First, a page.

FAQ

Frequently Asked Questions: General

What is the Australian Stroke Clinical Registry about?

The Registry collects information about what happens to people who have had a stroke or mini-stroke, called a transient ischaemic attack (TIA). We collect information from hospitals and patients to find out about the care you received in hospital and how well patients recovered after a stroke.

Why are you collecting this information?

The Australian Stroke Clinical Registry aims to ensure that patients and their families affected by stroke receive the best possible care. The data are used by health planners and doctors to improve stroke care, rehabilitation and treatment so that the best chances of recovery after stroke are possible.

Will the information be kept private/confidential?

Yes, all personal information is kept strictly confidential and cannot be used outside the Australian Stroke Clinical Registry. The information is stored in a specially designed password protected database which can only be accessed by a small number of approved Australian Stroke Clinical Registry staff. The names of individuals and hospitals are not identified in any reports or publications produced or sold to other organizations.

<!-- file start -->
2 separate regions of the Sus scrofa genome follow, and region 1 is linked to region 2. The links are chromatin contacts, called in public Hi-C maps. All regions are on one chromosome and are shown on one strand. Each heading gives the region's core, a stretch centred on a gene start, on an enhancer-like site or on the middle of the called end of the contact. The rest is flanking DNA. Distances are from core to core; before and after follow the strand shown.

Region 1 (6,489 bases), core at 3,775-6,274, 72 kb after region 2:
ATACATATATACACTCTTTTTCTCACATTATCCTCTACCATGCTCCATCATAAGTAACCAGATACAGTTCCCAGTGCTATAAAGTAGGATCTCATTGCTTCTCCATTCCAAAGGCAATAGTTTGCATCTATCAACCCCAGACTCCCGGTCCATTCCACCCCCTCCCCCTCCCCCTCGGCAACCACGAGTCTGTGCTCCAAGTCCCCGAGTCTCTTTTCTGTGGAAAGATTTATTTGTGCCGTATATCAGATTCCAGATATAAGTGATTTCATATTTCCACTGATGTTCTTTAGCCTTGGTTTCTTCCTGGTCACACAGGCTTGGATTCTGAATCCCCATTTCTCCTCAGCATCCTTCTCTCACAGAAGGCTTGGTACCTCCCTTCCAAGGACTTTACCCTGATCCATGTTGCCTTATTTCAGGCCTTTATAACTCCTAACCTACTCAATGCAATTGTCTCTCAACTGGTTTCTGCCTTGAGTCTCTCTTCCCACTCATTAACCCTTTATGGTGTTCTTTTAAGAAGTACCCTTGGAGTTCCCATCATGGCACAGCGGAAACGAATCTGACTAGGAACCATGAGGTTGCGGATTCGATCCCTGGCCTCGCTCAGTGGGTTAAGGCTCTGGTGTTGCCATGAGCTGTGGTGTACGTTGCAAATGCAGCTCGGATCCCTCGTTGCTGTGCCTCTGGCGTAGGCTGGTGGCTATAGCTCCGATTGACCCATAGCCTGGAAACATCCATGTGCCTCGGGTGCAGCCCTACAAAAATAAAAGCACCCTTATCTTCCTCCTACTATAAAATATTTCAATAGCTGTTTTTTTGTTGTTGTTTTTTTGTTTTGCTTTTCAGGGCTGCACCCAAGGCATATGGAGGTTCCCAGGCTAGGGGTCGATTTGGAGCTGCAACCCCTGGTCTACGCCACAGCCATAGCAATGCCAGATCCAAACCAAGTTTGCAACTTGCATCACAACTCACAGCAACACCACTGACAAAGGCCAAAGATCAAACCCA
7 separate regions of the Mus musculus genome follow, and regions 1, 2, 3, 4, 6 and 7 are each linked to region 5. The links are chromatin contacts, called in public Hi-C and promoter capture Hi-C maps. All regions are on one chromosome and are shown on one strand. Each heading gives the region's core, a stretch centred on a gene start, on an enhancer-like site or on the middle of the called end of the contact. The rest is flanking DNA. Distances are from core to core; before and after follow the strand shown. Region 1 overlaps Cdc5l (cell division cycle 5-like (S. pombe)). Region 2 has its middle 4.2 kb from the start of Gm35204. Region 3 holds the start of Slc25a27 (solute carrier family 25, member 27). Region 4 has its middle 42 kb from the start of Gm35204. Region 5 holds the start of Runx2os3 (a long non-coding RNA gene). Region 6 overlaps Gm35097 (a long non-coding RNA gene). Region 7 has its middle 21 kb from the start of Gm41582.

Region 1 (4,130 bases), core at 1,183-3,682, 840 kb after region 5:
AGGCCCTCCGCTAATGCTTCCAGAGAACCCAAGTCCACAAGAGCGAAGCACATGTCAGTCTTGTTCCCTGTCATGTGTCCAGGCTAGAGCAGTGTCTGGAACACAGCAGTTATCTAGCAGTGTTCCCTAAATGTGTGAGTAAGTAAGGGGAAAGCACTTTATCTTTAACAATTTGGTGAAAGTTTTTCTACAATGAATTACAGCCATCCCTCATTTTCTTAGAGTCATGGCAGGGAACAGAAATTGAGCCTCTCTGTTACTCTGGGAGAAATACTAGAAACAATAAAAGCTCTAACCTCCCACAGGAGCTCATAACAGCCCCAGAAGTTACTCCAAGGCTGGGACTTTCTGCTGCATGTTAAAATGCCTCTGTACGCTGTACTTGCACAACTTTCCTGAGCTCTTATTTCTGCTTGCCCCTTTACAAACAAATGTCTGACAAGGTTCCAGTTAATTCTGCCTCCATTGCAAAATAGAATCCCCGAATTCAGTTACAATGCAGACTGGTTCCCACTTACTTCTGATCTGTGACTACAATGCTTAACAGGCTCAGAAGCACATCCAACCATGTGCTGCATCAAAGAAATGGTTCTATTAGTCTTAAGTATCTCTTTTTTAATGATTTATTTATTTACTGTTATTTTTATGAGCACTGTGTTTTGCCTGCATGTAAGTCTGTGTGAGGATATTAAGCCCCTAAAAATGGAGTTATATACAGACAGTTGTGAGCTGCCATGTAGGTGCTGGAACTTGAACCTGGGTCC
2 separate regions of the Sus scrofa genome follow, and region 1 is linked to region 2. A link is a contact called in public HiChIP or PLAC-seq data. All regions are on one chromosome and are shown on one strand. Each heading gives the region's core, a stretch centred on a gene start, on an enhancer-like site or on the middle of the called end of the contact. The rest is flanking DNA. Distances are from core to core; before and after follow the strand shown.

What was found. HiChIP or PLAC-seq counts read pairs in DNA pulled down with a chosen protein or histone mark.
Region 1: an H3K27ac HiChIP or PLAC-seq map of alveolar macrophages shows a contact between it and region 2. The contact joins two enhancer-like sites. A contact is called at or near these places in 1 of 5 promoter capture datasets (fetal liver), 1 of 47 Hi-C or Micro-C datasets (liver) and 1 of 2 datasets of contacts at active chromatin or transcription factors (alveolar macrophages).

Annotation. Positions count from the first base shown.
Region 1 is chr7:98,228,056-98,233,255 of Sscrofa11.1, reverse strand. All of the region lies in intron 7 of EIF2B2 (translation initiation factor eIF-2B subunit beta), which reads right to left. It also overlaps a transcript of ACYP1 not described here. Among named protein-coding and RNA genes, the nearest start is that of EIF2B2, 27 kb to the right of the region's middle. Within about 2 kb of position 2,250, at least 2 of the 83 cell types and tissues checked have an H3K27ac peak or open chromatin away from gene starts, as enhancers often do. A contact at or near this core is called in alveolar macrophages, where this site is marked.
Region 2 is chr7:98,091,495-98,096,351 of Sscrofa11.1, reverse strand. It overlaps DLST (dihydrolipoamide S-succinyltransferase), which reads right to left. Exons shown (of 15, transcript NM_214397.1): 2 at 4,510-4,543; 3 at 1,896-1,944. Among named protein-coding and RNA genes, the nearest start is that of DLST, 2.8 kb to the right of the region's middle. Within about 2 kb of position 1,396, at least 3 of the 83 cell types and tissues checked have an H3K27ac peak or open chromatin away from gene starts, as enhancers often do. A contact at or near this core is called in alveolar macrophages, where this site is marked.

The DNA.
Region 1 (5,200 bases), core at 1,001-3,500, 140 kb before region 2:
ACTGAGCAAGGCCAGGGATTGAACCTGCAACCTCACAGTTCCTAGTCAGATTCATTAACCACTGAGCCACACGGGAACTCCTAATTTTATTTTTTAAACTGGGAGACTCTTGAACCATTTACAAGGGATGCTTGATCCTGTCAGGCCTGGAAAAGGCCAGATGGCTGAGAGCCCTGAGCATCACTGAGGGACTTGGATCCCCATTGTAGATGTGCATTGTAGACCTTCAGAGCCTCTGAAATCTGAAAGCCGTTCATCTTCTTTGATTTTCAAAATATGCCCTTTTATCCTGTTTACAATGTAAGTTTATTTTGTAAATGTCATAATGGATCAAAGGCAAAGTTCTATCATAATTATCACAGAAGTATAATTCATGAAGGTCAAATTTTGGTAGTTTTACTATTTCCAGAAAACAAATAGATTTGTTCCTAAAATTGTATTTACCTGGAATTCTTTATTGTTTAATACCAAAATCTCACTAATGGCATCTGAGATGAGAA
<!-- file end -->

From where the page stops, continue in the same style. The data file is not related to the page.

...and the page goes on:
How will the information be used?

The Australian Stroke Clinical Registry will produce reports on factors that influence the success of stroke care and rehabilitation using summary information from all cases registered. Hospitals participating in the Registry will have access to their own information and for their own reporting and quality assurance processes. Some reports may be presented at conferences or submitted for publication in medical journal. All information is protected and de- identified by law.